Miller et al. Page 264

Epithelial–mesenchymal transition (EMT) is a multistep process underlying the metastatic spread of cancers and the regulation of EMT signaling in different tissues of origin is an active area of research. However, the contribution of epigenetic modifications to EMT signaling is poorly understood. In this study, Miller and colleagues demonstrate a role for lysine-specific demethylase 1 (LSD1), which is overexpressed in colorectal cancer, in regulating EMT signaling via AKT. Colorectal cancer tumors with PIK3CA mutations were shown to be acutely reliant on LSD1 expression but independent of its demethylase activity: in these tumors, LSD1 served as a scaffold to facilitate formation of the CoREST transcriptional repressive complex, which ultimately resulted in AKT-mediated stabilization of the EMT-promoting transcription factor Snail. Concordantly, loss of LSD1 expression via CRISPR/Cas9 or RNAi resulted in proteasomal degradation of Snail and tempering of the migratory phenotype. Taken together, the data support a model in which targeting this axis could lead to slower spread of colorectal cancer tumors.

Comiskey Jr et al. Page 194

Regulation of p53 stability by the E3 ligase MDM2 is a well-known mechanism underlying cancer cell survival, and disruption of this axis may hold promise in modulating the cellular response to genotoxic therapies. Here, Comiskey and colleagues reveal new insights into the regulation of MDM2 mRNA at the post-transcriptional level by members of the SRSF splicing factor family. Whereas SRSF1 is known to promote MDM2 exon 11 skipping resulting in increased p53 expression, SRSF2 antagonized this alternative splicing event and reduced p53 expression. Notably, SRSF2 regulation was targeted using antisense oligonucleotides to modulate MDM2 splicing, leading to an enhanced apoptotic response. The authors suggest that exploiting this splicing event may represent a tool to modulate p53 activity and, by extension, the cellular response to genotoxic treatment modalities.

Wang et al. Page 240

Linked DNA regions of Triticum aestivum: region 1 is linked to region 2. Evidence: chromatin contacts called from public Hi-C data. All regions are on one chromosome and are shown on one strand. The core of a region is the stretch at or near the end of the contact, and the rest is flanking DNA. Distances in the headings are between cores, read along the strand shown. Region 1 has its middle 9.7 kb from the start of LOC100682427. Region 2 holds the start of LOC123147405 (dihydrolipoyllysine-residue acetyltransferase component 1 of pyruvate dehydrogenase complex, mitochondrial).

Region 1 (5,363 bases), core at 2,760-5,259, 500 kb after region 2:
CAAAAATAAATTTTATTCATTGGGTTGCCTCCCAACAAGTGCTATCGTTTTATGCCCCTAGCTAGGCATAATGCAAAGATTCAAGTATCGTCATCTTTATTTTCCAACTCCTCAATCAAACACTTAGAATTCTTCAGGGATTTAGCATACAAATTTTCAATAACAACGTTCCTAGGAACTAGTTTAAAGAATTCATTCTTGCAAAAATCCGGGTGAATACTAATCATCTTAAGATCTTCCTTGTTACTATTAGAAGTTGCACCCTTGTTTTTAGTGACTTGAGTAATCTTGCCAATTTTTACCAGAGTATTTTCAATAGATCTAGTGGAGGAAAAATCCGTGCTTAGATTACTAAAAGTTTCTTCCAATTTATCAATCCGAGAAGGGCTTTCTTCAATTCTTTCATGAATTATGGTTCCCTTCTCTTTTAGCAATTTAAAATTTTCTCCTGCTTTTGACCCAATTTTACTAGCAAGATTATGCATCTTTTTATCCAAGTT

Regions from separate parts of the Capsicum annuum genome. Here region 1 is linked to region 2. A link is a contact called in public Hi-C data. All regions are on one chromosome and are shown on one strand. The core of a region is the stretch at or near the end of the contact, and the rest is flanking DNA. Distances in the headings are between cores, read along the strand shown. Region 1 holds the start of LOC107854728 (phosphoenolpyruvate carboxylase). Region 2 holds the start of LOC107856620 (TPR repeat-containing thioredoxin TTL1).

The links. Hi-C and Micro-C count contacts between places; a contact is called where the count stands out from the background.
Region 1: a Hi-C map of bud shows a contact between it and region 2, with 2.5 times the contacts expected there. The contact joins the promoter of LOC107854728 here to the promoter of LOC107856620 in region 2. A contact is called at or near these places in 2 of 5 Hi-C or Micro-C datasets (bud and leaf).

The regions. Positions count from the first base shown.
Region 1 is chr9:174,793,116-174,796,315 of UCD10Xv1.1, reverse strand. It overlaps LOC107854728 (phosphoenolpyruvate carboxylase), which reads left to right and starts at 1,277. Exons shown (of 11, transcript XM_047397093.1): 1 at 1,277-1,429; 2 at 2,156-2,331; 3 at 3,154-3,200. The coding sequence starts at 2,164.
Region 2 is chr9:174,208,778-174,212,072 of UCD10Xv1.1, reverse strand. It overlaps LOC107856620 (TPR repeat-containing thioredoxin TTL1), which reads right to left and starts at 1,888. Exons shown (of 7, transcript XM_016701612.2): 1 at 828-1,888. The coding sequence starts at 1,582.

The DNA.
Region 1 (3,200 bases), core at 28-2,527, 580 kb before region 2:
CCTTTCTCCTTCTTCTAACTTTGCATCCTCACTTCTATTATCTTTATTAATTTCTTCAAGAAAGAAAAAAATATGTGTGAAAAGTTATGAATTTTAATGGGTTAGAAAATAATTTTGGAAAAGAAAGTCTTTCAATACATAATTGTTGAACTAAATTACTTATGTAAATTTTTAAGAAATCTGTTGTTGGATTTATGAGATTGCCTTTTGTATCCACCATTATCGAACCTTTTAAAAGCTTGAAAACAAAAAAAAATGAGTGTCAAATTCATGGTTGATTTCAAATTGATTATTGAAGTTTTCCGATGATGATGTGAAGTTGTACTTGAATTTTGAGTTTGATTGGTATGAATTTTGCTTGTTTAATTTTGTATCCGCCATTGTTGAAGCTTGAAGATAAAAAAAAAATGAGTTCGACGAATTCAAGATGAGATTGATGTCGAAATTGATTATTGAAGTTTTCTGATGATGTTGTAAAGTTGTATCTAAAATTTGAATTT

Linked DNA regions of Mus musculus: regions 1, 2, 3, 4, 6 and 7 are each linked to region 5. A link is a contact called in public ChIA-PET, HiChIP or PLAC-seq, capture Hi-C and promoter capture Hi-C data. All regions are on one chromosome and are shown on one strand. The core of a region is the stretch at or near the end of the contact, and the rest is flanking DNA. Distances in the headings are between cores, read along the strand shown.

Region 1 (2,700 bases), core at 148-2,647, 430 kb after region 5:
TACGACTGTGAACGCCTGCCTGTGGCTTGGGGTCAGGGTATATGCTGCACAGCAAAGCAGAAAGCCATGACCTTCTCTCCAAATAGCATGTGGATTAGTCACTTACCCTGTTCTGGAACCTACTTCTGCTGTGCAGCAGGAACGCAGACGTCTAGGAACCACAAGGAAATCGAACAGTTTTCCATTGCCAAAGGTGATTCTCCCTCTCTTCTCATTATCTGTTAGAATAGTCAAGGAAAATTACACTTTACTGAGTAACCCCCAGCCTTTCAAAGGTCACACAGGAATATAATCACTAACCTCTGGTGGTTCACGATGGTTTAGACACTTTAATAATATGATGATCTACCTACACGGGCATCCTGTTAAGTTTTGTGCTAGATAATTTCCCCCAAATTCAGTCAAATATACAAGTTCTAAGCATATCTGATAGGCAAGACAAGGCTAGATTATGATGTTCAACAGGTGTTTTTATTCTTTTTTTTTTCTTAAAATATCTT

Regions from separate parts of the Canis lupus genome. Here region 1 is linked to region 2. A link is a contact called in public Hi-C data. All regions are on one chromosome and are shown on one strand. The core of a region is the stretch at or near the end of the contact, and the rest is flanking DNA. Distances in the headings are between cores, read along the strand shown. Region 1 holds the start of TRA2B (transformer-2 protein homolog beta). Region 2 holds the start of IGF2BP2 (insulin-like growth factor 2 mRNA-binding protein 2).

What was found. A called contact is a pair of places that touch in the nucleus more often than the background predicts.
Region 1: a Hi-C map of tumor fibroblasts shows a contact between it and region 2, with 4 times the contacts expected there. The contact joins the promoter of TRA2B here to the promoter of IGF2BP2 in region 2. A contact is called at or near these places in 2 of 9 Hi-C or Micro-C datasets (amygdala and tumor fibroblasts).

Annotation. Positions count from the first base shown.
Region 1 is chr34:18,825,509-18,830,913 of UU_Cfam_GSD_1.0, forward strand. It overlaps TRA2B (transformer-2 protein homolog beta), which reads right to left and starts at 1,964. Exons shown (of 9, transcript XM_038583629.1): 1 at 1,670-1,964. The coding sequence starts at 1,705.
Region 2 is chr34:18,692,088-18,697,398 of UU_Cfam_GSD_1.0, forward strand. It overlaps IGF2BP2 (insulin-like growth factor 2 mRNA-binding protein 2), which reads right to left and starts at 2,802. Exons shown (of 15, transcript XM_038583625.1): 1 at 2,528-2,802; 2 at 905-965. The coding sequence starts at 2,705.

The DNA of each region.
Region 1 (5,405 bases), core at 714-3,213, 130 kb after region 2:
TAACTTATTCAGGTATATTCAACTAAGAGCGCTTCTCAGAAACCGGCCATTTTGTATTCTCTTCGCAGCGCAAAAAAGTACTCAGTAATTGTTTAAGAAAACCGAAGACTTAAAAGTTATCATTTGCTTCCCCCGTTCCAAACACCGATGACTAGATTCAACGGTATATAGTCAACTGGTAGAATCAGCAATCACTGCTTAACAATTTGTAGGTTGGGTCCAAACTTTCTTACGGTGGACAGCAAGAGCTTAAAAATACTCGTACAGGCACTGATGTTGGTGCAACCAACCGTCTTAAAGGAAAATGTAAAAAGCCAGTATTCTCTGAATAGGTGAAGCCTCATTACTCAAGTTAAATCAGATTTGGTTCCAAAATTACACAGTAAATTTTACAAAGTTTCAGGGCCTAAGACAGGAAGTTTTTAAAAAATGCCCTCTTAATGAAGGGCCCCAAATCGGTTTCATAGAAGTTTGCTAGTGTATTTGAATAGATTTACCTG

Cytoskeletal organization and cell adhesions provide key signals to tumor cells that regulate their motility and metastatic spread, but these interactions and the cellular players that regulate them are not fully defined. In this study, Wang and colleagues describe a role for Capping protein Regulator and Myosin 1 Linker 3 (CARMIL3) in regulating these signals. Specifically, using immunoprecipitation-mass spectrometry, CARMIL3 was shown to interact with the actin cytoskeleton via regulating the formation and stability of both focal adhesions and adherens junctions. Gain of CARMIL3 in breast cancer cells was shown to promote a migratory and invasive phenotyp. in vitro, supporting the observation that breast and prostate tumors bearing high CARMIL3 expression are prone to worse outcomes. These data position CARMIL3 as a key regulator of the metastatic cascade and nominate its interactions with the adhesion machinery as potential targets for therapeutic exploitation.

Ma et al. Page 324

Programmed death-ligand 1 (PD-L1) expression on tumor cells is a major hurdle to the formation and maintenance of a durable antitumor immune response, but the mechanisms underlying its expression are poorly understood. Here, Ma and colleagues define a novel role for glutamine in modifying PD-L1 expression in renal cell carcinoma (RCC) cells. Though RCC cell lines express differing steady-state levels of PD-L1, glutamine deprivation commonly caused an increase in PD-L1 surface expression. Mechanistically, this change in PD-L1 was shown to occur downstream of hyperactivated EGFR signaling in response to the metabolic demands imposed by glutamine deprivation, and was reliant on ERK1/2 and c-Jun. Chemical inhibition of EGFR/ERK/Jun pathway constituents all blocked the upregulation of PD-L1, thus providing preclinical data supporting a potential role for EGFR pathway inhibitors in modulating the response to immunotherapy in RCC.